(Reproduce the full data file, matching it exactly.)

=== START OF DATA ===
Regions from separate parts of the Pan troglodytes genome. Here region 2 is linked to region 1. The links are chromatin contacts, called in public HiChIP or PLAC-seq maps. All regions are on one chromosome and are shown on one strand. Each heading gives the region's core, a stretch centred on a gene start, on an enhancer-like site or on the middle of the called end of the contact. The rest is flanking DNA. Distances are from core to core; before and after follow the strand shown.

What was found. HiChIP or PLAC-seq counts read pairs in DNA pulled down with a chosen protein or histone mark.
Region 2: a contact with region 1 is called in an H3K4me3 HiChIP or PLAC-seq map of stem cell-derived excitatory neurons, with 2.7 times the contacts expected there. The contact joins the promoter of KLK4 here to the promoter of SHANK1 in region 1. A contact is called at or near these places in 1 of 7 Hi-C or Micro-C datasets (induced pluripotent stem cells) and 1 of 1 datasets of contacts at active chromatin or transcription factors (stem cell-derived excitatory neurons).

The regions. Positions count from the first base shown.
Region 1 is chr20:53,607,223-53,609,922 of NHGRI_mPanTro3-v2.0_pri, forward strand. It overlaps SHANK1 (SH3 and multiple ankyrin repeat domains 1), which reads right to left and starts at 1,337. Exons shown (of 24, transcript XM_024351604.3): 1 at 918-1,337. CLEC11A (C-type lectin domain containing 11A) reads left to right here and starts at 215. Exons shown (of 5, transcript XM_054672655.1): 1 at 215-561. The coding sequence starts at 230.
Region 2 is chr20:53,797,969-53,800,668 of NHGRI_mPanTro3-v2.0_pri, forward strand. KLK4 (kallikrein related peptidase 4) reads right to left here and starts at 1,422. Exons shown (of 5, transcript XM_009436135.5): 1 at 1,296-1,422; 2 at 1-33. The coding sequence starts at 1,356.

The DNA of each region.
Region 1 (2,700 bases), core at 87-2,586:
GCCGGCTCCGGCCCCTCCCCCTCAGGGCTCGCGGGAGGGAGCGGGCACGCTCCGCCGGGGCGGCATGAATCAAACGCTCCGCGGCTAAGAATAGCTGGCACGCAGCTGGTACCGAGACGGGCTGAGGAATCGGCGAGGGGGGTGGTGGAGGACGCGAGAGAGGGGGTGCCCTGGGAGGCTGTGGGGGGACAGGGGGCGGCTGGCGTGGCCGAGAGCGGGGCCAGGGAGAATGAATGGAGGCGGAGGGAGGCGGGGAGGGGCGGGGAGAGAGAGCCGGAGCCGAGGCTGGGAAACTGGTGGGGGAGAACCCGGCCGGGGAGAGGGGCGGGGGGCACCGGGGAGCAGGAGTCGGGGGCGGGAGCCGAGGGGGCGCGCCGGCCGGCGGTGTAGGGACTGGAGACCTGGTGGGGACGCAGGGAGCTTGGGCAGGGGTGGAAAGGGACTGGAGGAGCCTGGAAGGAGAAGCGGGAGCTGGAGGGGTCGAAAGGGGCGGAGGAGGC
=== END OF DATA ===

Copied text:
Regions from separate parts of the Pan troglodytes genome. Here region 2 is linked to region 1. The links are chromatin contacts, called in public HiChIP or PLAC-seq maps. All regions are on one chromosome and are shown on one strand. Each heading gives the region's core, a stretch centred on a gene start, on an enhancer-like site or on the middle of the called end of the contact. The rest is flanking DNA. Distances are from core to core; before and after follow the strand shown.

What was found. HiChIP or PLAC-seq counts read pairs in DNA pulled down with a chosen protein or histone mark.
Region 2: a contact with region 1 is called in an H3K4me3 HiChIP or PLAC-seq map of stem cell-derived excitatory neurons, with 2.7 times the contacts expected there. The contact joins the promoter of KLK4 here to the promoter of SHANK1 in region 1. A contact is called at or near these places in 1 of 7 Hi-C or Micro-C datasets (induced pluripotent stem cells) and 1 of 1 datasets of contacts at active chromatin or transcription factors (stem cell-derived excitatory neurons).

The regions. Positions count from the first base shown.
Region 1 is chr20:53,607,223-53,609,922 of NHGRI_mPanTro3-v2.0_pri, forward strand. It overlaps SHANK1 (SH3 and multiple ankyrin repeat domains 1), which reads right to left and starts at 1,337. Exons shown (of 24, transcript XM_024351604.3): 1 at 918-1,337. CLEC11A (C-type lectin domain containing 11A) reads left to right here and starts at 215. Exons shown (of 5, transcript XM_054672655.1): 1 at 215-561. The coding sequence starts at 230.
Region 2 is chr20:53,797,969-53,800,668 of NHGRI_mPanTro3-v2.0_pri, forward strand. KLK4 (kallikrein related peptidase 4) reads right to left here and starts at 1,422. Exons shown (of 5, transcript XM_009436135.5): 1 at 1,296-1,422; 2 at 1-33. The coding sequence starts at 1,356.

The DNA of each region.
Region 1 (2,700 bases), core at 87-2,586:
GCCGGCTCCGGCCCCTCCCCCTCAGGGCTCGCGGGAGGGAGCGGGCACGCTCCGCCGGGGCGGCATGAATCAAACGCTCCGCGGCTAAGAATAGCTGGCACGCAGCTGGTACCGAGACGGGCTGAGGAATCGGCGAGGGGGGTGGTGGAGGACGCGAGAGAGGGGGTGCCCTGGGAGGCTGTGGGGGGACAGGGGGCGGCTGGCGTGGCCGAGAGCGGGGCCAGGGAGAATGAATGGAGGCGGAGGGAGGCGGGGAGGGGCGGGGAGAGAGAGCCGGAGCCGAGGCTGGGAAACTGGTGGGGGAGAACCCGGCCGGGGAGAGGGGCGGGGGGCACCGGGGAGCAGGAGTCGGGGGCGGGAGCCGAGGGGGCGCGCCGGCCGGCGGTGTAGGGACTGGAGACCTGGTGGGGACGCAGGGAGCTTGGGCAGGGGTGGAAAGGGACTGGAGGAGCCTGGAAGGAGAAGCGGGAGCTGGAGGGGTCGAAAGGGGCGGAGGAGGC